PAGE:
• SSB1065 - Governor's Education Plan: Proposes new education initiatives, including a student first scholarship program for certain students attending a nonpublic school (vouchers), a new charter school program, and opens up open enrollment to anyone. Allows taxpayers to receive tuition and textbook tax credit for each dependent receiving private instruction and makes changes to current law governing calculation of each school district's additional enrollment because of special education. Senate Education Committee

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Iowa advocate Reyma McCoy McDeid has been chosen to be the new  Adminstration on Disabilites Commissioner!  This agency is a part of the Administration on Community Living in the US Department of Health and Human Services, which has  the goal of advancing options for community living and integration.   You can see the administration's organizational chart to see how it all fits together.

Many of you know Reyma from her work as the Executive Director of the Iowa Centers for Independent Living.   She reviously served as the Employment Director at Candeo, where she led the day-to-day supportive employment operations of the agency. Reyma has Master's degrees in Non-Profit Administration and Education.

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The Iowa DD Council wants to hold a virtual townhall meeting in your area!  This legislative session, Iowans with Disabilities in Action is looking for local partners to host and participate in virtual townhall meetings across the state to discuss your local advocacy topics and share their legislative priorities with your local legislators. These local forums can be held as a town hall meeting (where you ask questions) or listenening post (where legislators are there to listen to your concerns and learn more about your issues) - or a combination of the two.  It's format, design, and focus are up to you - the local advocate. 

More details will be coming soon! Email us at for additional information or to let us know you'd like to participate.  These town hall meetings will replace our typical "Local Capitol Days," which will be suspended this year in lieu of this virtual advocacy opportunity.  Added bonus - you don't need to worry about rescheduling these because of snow days!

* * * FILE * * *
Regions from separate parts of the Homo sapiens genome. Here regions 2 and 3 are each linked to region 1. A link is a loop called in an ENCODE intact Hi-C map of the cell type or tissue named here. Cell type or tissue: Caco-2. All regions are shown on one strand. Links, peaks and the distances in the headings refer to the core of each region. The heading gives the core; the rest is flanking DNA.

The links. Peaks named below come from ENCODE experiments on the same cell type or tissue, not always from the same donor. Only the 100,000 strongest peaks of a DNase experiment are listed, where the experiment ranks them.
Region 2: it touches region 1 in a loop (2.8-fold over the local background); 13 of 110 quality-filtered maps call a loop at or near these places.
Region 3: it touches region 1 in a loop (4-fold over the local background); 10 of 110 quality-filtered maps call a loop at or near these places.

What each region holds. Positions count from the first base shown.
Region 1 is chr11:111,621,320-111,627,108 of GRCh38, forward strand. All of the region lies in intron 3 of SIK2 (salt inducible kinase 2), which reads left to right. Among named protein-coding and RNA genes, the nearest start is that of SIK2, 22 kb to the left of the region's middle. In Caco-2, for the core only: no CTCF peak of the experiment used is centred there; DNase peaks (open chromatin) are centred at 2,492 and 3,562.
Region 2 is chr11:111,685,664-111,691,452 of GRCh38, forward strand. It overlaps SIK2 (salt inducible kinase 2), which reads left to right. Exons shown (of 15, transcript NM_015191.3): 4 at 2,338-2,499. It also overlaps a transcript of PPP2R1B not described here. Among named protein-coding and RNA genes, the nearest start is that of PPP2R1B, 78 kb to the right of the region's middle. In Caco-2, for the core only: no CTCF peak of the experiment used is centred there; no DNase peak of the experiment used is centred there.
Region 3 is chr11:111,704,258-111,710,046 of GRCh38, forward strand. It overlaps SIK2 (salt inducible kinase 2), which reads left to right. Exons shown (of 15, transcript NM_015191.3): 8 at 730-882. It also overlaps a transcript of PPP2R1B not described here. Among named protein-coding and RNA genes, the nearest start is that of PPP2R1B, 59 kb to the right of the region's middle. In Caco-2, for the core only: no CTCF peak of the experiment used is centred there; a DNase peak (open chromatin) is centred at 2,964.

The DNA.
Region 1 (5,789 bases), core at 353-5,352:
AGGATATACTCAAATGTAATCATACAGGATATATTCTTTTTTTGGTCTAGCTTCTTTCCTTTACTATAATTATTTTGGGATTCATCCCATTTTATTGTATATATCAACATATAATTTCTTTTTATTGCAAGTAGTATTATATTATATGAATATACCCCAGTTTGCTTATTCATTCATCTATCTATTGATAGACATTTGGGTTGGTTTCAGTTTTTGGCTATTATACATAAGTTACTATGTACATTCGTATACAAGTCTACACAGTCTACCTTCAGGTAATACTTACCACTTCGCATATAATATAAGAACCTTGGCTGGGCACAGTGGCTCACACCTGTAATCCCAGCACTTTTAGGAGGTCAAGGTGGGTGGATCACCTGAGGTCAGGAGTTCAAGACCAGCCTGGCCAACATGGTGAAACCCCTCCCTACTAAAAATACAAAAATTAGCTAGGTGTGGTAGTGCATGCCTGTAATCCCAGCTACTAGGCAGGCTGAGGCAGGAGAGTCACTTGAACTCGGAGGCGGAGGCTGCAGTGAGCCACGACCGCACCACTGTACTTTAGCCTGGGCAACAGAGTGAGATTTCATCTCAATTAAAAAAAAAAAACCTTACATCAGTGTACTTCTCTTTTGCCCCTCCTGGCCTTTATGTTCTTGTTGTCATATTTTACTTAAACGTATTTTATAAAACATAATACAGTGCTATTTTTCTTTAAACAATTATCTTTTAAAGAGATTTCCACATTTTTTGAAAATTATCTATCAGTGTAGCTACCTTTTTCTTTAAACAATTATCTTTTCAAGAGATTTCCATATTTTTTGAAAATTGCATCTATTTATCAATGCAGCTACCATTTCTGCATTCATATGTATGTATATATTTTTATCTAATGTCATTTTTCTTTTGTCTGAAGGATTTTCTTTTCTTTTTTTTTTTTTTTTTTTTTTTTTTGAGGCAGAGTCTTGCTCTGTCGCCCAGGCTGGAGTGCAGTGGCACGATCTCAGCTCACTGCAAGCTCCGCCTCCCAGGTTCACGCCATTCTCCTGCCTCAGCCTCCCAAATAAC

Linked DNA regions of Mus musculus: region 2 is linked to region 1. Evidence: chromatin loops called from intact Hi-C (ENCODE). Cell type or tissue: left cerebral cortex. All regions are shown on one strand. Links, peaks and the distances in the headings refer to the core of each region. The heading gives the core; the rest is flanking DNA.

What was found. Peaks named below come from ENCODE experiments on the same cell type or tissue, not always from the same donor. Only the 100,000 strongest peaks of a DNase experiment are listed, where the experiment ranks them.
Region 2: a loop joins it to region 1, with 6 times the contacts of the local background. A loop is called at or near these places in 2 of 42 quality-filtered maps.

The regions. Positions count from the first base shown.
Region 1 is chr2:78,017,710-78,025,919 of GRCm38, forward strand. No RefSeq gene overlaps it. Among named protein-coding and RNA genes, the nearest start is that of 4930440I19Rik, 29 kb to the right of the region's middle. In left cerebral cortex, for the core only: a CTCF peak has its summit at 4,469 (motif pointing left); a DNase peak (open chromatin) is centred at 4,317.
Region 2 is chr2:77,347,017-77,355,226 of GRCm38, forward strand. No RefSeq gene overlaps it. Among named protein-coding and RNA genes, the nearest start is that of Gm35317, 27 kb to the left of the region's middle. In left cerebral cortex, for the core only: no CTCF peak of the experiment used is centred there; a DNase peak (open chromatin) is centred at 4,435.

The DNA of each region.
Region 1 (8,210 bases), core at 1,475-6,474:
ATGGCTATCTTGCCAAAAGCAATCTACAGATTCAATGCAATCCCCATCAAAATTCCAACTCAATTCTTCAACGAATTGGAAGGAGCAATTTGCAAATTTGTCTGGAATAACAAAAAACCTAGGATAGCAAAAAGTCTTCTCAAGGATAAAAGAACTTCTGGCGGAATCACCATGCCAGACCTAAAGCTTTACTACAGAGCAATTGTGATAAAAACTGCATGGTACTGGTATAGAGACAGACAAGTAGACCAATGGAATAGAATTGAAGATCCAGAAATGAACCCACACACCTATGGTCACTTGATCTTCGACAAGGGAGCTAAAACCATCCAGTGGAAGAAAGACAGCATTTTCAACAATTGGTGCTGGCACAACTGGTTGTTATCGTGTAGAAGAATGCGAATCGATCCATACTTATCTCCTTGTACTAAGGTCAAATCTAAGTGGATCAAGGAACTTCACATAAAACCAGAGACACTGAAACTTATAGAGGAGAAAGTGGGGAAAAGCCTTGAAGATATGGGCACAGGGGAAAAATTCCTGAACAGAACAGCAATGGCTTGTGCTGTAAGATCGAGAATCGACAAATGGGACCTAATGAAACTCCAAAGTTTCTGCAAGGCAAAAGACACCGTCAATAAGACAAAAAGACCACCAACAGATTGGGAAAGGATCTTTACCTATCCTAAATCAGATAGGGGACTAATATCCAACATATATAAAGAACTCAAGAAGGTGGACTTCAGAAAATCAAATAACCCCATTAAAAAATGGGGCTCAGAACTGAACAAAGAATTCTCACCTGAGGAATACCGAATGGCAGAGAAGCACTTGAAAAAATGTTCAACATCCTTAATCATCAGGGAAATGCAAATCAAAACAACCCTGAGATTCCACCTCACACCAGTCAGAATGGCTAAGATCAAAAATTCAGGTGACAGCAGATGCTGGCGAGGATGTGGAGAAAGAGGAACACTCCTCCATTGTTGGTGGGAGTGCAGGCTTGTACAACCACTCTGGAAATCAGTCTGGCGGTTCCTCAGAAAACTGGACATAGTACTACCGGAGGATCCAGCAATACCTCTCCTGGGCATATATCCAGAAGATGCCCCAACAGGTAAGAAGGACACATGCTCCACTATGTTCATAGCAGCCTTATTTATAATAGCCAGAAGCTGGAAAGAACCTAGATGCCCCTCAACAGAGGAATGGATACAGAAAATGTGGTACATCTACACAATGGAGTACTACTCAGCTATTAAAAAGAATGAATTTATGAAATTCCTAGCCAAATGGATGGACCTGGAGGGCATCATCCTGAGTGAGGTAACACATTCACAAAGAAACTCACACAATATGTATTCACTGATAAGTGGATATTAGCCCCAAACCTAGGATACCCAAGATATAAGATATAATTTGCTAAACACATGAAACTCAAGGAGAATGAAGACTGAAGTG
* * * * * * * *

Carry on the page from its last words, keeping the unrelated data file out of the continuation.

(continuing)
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This year you can join Iowa DD Council Public Policy Manager Bill Kallestad and multi-client lobbyist Amy Campbell for another round of monthly "Capitol Chats" to talk about the issues you care about, get advice from the experts, listen to special guests, or just check in to see what is happening at the Capitol.  You can join via computer or smart device, or just by phone. 

Friday, February 26, 2021 (11 am - 11:45 am)
Friday, March 26, 2021 (11 am - 11:45 am)
Friday, April 23, 2021 (11 am - 11:30 am)

 Unfortunately, we had a security breach in our first Chat in January.  We must have participants register to attend. You can do that simply here.   You only need to register once - it will automatically sign you up for all remaining chats.

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Several organizations that typically host public forums have changed to a virtual town hall format.  Others are still doing in-person forums, but with more space between people attending. Remember you can always see what's ahead for the next three weeks on our calendar - we list all the forums being held in the state.

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We thought you might want to see how different the Capitol looks these days. If you have attended a Capitol day, you know that the building is usually so crowded it's hard to get through.  Very different in COVID-times.

Committee meets in old Supreme Court Chambers everyone sitting six feet apart with screen in front for public to watch.

Legislators watch the screen - you can see people watching.

View looking down into House chambers with almost no one there during a "busy" day at the Capitol.

People wait outside law library for a meeting in a vacant rotunda.